Application value of preoperative dual-source computed tomography in assessing the rupture site of thoracic aortic dissection
Journal of Cardiothoracic Surgery volume 16, Article number: 346 (2021)
To investigate the application value of dual-source computed tomography (DSCT) in preoperative assessment the rupture site of an thoracic aortic dissection (TAD).
A retrospective analysis of preoperative DSCT, multislice computed tomography (MSCT), and transthoracic echocardiography (TTE) results of 150 patients with suspected TAD in our hospital was conducted, and the intraoperative findings or interventional treatment results were used as the diagnostic gold standard.
Of all 150 suspected TAD patients, 123 patients were confirmed to have TAD. The rupture site of TAD was in the ascending aorta in 46 patients, in the aortic arch in 13 patients, and in the descending aorta in 64 patients. The sensitivity of DSCT, MSCT, and TTE for locating the rupture site of the TAD was 100%, 93.5%, and 89.5%, respectively, and the specificity was 100%, 88.9%, and 81.5%. The differences were statistically significant. The distance between the actual rupture site and the one diagnosed by DSCT, MSCT, and TTE was 1.9 ± 1.2 mm, 5.1 ± 2.7 mm, and 7.8 ± 3.5 mm, respectively; the latter two were significantly worse than DSCT. The size of the rupture site diagnosed by DSCT, MSCT, and TTE was 1.5 ± 0.8 cm, 1.7 ± 0.9 cm, and 1.9 ± 1.0 cm, respectively. The size of the rupture site diagnosed by DSCT was not significantly different from the actual size of 1.4 ± 0.7 cm, while those by MSCT and TTE were.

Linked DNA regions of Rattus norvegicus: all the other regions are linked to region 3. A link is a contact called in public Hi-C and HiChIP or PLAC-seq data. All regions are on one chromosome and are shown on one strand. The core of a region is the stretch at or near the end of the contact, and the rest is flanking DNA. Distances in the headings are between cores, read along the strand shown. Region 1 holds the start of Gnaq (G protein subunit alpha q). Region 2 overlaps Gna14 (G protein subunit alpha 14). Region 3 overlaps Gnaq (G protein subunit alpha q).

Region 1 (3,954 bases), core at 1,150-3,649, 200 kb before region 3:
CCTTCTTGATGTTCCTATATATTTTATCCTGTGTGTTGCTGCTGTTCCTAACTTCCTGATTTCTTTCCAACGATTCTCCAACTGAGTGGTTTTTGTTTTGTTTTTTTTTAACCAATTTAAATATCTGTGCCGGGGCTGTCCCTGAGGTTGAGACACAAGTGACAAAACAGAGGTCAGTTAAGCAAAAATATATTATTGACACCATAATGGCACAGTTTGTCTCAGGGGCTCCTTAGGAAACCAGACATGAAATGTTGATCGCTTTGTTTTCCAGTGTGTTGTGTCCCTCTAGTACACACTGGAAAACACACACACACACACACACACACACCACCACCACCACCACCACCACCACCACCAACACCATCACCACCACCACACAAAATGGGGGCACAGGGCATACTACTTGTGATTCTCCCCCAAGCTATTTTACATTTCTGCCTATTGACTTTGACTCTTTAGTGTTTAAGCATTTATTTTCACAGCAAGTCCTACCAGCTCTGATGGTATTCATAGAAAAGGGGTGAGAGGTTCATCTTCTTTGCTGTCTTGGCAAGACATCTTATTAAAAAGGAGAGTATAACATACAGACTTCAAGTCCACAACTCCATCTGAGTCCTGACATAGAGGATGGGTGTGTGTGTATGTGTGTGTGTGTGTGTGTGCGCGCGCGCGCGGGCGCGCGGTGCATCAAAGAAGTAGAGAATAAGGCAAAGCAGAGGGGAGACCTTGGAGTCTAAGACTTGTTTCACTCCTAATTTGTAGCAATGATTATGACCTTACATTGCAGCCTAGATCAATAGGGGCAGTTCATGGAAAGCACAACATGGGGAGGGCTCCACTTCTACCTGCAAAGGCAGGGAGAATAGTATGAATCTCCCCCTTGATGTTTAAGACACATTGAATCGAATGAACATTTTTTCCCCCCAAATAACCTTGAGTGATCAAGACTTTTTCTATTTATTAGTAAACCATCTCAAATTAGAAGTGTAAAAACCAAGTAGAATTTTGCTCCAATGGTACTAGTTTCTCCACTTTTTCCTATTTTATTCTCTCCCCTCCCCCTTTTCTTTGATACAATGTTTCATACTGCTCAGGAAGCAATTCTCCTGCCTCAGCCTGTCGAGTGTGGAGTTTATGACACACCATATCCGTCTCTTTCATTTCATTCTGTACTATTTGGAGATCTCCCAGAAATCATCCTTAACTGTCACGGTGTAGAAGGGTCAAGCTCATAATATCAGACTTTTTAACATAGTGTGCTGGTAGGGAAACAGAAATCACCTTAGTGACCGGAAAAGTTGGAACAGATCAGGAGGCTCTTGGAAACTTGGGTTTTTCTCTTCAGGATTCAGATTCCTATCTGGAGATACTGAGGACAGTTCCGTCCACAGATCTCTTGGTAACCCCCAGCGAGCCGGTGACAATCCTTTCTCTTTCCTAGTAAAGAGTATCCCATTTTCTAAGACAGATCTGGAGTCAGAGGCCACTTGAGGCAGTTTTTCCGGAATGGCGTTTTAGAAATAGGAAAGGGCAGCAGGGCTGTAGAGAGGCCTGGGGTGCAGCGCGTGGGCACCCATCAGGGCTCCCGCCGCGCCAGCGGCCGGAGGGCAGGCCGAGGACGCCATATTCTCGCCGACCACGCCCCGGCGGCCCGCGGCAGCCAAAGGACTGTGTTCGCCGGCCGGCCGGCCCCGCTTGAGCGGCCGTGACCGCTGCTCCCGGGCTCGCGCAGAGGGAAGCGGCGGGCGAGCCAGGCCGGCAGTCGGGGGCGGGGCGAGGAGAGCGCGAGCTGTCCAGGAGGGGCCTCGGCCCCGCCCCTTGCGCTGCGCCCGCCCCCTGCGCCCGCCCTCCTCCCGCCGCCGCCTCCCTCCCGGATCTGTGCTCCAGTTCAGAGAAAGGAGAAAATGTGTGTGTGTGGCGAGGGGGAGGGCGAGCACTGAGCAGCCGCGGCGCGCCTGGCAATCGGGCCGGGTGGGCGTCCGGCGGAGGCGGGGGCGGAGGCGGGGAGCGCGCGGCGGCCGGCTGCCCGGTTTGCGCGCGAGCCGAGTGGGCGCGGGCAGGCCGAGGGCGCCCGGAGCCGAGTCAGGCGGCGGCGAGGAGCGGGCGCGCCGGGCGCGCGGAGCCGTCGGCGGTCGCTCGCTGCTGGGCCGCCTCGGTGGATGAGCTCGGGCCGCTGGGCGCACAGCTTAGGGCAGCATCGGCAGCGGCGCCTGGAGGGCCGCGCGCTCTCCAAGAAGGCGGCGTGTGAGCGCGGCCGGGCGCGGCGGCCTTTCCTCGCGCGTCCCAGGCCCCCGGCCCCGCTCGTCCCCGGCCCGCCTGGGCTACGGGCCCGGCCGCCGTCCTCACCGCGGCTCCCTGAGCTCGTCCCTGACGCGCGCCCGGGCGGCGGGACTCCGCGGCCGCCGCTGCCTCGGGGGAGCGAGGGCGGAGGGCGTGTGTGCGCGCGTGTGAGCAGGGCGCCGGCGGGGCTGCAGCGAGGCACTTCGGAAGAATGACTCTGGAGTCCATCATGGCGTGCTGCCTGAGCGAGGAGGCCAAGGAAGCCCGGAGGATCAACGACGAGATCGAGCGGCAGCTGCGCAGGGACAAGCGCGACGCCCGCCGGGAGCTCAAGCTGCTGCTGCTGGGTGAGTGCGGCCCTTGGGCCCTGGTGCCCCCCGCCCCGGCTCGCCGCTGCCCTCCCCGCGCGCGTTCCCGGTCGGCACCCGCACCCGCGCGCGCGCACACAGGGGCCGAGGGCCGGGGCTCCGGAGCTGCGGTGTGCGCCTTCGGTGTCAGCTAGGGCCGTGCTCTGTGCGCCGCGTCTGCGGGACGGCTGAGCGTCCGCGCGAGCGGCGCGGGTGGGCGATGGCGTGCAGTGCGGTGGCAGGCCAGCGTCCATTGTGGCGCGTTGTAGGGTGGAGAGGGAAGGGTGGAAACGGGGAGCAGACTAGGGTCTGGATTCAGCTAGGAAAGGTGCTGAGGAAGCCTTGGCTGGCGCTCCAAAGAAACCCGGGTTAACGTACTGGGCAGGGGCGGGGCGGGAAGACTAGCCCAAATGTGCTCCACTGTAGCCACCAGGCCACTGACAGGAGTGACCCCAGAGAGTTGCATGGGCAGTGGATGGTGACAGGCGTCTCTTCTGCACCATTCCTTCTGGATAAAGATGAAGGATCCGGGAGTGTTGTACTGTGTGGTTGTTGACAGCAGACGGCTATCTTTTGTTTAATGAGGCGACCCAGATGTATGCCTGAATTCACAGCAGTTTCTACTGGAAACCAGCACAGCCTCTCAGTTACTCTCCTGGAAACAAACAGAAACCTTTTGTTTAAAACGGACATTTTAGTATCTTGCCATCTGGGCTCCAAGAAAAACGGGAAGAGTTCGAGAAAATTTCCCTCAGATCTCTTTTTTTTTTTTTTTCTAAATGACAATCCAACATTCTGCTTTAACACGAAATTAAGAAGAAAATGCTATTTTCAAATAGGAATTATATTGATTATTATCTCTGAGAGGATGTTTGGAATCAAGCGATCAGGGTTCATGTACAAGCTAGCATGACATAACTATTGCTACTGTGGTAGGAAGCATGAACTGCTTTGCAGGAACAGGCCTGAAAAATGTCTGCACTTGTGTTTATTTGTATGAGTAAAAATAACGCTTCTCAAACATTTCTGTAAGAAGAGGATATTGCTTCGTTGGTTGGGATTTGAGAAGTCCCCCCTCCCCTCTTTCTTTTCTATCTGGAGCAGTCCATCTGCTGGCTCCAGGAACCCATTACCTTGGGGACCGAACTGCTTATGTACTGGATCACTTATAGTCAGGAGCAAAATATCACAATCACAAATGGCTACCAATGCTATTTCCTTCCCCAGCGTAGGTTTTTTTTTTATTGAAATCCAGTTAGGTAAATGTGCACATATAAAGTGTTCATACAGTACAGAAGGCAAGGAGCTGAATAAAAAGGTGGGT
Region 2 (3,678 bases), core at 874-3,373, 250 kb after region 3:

DSCT has high sensitivity and specificity in diagnosing the rupture site of TAD and can clearly locate the rupture site. It can be a preferred imaging method for TAD.
Thoracic aortic dissection (TAD) is an entity that seriously affects human health, with acute onset and extremely high mortality [1, 2]. Untreated TAD has a 24-h mortality rate of approximately 25% and a 2-week mortality rate of approximately 70% [2, 3]. Therefore, it is important to make a clear diagnosis and start corresponding treatments as soon as possible to reduce the mortality. Identifying the location and size of the rupture in thoracic aortic dissection plays an important role in the treatment, especially for Stanford B [4, 5]. Dual-source computed tomography (DSCT), multislice computed tomography (MSCT), and transthoracic echocardiography (TTE) are common examinations for suspected TAD patients. Each of the three methods has its own advantages and disadvantages [6,7,8]. Although TTE can be quickly examined and diagnosed at the bedside, it requires high operator’s experience and is limited to the diagnosis of descending aortic dissection due to pulmonary pneumatosis and other influences. MSCT is non-invasive, has short imaging time and high accuracy, and is relatively practical for TAD diagnosis. However, MSCT also has some limitations in cardiovascular examination, showing poor performance in dissection of aortic root and some small dissection. Compared with MSCT, DSCT is equipped with two sets of X-ray tubes and corresponding detectors. The resolution of DSCT is significantly higher than MSCT, and the location of TAD rupture is more accurate. Therefore, this was a retrospective study to analyze the diagnostic value of the three methods for the rupture site of TAD.
The present study was approved by the ethics committee of our hospital. Family members and the patients had signed written informed consent for the examination.